After its Emmy-winning fourth season, "The Crown" returns to Netflix for a fifth go at Queen Elizabeth II and her royal family and proves more audacious and addictive than ever.
But things are different now. The real Queen died in September at 96 after wearing the crown for 70 years and 214 days, the longest reign of any female sovereign in history. As the world mourns her passing, is this the right time to expose her flaws as mother and monarch?
Many think not. Even before the 10-episode series streams on Nov. 9, former prime minister John Major claimed that a plotline suggesting he was privy to a plot by Prince Charles to have his mother abdicate so he could wear the crown sooner than later was "a barrel-load of nonsense."
Prince William reportedly bristled that his parents, Charles and Diana, are shown verbally abusing each other. The formidable Dame Judi Dench wrote the Times of London that the series should declare itself at once as a "fictional dramatization." Netflix obeyed.
But didn't we always know that? Did we really think that series creator Peter Morgan was bugging palace boardrooms and bedrooms? Did we grumble when Helen Mirren earned an Oscar for revealing royal foibles in "The Queen" and Kristen Stewart won a nomination for showing Princess Diana getting the deep freeze from Elizabeth in "Spencer?"
No worries. Despite a few digs at her parenting skills, the queen keeps her dignity in the series just as she did in life. As for the delicious dish swirling around her in season five, who'd want it any other way? This scandal-ridden peek into royal affairs is a wicked pleasure.
Sorry, for closure you'll have to wait for the sixth and final season next year. For now, we spy on the royals from 1991 to 1997 with a new cast -- the actors switch every two years to stay age appropriate. Imelda Staunton, 66, now wears the crown, taking over from Olivia Colman, 48, and before her Claire Foy, who was just past 30 when she played the young Elizabeth.
Both Foy and Colman won Emmys and Staunton deserves to follow suit. She's magnificent. It's doubtful three actresses ever played the same role with such glorious subtlety and feeling. The queen called 1992 her "annus horribilis" given the fire that partly destroyed her beloved Windsor castle and the personal crises that set ablaze the marriages of her three children.
Watch her in the stunning episode five when Staunton, without dialogue or histrionics, shows the queen drop her rigid reserve and allow the hurt to show through.
She has good reason. Her husband Prince Philip, played by Jonathan Pryce in the performance of his career, gently but firmly lays out the reasons why their marriage isn't working. In Price's hands, the famously remote Philip, who died last year, displays unexpected humor and heart.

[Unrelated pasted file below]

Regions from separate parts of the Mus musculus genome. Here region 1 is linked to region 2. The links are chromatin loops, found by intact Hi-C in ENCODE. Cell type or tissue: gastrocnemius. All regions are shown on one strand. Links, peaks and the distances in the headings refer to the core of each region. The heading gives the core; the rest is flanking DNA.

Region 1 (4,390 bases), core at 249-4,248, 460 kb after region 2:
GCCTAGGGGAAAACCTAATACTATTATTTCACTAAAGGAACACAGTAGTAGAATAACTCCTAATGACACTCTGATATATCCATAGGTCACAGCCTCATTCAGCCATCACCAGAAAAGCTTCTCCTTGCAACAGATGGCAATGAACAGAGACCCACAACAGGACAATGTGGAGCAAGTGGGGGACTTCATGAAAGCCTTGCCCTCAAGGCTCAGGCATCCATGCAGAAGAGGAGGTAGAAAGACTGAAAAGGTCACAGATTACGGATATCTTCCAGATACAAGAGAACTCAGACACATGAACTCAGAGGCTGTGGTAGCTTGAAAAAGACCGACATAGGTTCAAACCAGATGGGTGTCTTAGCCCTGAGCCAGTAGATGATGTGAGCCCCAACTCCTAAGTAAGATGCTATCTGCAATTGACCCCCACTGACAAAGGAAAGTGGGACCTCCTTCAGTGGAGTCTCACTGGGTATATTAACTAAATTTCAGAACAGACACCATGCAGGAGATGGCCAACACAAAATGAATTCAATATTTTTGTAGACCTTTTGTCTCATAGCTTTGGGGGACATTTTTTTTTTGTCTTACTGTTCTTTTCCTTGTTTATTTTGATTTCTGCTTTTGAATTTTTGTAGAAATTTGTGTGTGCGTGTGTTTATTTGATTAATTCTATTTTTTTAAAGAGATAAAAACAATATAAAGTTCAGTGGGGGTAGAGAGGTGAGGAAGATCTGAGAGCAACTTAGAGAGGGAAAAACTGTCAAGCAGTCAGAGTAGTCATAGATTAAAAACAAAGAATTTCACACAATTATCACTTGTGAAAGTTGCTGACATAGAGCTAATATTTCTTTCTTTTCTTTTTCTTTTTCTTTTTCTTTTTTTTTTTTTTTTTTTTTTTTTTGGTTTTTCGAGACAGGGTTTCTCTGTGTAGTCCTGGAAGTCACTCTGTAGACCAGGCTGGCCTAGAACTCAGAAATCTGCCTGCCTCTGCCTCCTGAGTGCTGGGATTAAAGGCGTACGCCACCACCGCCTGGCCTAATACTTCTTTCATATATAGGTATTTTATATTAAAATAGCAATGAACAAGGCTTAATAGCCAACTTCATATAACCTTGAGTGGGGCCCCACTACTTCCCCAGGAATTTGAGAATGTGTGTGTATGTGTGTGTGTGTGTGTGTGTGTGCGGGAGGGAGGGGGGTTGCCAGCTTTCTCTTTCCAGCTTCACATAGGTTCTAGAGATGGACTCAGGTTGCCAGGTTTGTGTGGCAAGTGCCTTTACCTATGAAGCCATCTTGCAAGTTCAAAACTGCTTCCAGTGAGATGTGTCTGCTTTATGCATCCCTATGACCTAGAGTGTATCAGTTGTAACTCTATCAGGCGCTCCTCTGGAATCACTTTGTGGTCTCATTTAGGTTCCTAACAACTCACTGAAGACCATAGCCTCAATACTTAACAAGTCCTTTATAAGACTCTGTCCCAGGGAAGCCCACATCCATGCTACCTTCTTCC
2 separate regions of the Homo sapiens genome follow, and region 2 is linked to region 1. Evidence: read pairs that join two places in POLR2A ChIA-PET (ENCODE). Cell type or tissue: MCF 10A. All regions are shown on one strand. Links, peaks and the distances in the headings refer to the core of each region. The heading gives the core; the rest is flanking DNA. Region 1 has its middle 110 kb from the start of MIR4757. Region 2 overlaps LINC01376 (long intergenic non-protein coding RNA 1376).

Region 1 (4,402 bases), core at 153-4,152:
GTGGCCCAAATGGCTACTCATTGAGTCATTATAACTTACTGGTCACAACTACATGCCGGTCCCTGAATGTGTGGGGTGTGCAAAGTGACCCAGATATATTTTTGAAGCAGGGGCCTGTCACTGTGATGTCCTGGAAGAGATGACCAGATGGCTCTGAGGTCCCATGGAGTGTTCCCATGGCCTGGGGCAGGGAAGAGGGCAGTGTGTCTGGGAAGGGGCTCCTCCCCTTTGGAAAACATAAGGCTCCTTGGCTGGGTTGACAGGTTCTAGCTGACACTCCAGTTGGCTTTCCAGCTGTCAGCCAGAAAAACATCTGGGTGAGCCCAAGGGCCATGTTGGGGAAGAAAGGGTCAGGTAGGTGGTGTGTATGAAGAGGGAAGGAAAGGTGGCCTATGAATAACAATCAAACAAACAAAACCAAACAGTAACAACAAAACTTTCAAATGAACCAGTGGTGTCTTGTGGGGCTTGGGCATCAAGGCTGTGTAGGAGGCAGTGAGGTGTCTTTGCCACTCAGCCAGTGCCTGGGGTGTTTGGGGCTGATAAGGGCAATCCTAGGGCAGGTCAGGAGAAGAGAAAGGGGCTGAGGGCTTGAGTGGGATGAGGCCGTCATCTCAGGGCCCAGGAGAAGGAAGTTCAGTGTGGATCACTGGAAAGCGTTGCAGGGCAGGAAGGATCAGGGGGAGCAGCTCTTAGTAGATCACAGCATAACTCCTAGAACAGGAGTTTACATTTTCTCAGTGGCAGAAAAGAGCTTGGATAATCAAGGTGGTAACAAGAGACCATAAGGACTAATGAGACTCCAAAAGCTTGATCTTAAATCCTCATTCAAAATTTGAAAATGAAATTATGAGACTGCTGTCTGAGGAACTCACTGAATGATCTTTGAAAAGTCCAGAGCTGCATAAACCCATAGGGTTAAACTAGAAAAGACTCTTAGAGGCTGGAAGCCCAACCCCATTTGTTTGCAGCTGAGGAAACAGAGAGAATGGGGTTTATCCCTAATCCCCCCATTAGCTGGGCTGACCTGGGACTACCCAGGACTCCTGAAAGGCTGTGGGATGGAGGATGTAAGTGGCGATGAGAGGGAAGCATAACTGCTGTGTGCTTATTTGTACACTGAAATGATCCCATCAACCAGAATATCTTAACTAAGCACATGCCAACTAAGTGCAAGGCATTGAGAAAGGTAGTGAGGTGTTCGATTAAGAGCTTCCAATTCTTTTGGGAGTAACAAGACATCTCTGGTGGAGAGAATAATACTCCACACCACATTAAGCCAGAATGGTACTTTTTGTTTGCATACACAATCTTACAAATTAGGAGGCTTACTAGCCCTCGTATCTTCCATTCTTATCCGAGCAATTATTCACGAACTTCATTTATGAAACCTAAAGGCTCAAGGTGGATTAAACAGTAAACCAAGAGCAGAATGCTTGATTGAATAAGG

All the actors are extraordinary. Elizabeth Debicki, five inches taller than 5'10" Diana, catches the way the princess shrank inside herself from royal pressures, such as the affair of her husband Charles (a regal Dominic West) with Camilla Parker Bowles (Olivia Williams), now the queen consort in real life.
In a televised interview with Martin Bashir, the controversial journalist proclaimed that when Diana opens her mouth, "hand grenades come out."
He isn't kidding. "There were three of us in this marriage, so it was a bit crowded," said Diana, referring to Camilla. The series recreates the "revenge dress" that Diana wore in retaliation. But it's Debicki, in a shattering portrayal of mental fragility and hard-won strength, who brings us closest to the People's Princess who never had a chance.
Even Princess Margaret (the great Lesley Manville) berates her queen sister for ending Margaret's romance with Peter Townsend, superbly played in later years by former James Bond Timothy Dalton. Manville and Dalton are a joy to watch in this tale of love rekindled too late.
For all its cataloging of royal sins, "The Crown" displays a sympathy for the human beings caught in the stormy currents of royal history, especially Prince William, the future king played by Dominic West's real-life son Senan West. Enrolled at Eton College in 1995, William tried without success to make peace between his dueling parents.
It's deeply affecting to watch William's meetings with his granny, who guides him through the challenges of living so close to the crown. The Windsors are a family, however dysfunctional, and the tenderness evoked by Staunton and young West is unforced and unforgettable.
Whether you find the series high-minded gossip or speculative fiction at its finest -- it's actually a little of both -- the palace intrigue of "The Crown" will hold you spellbound.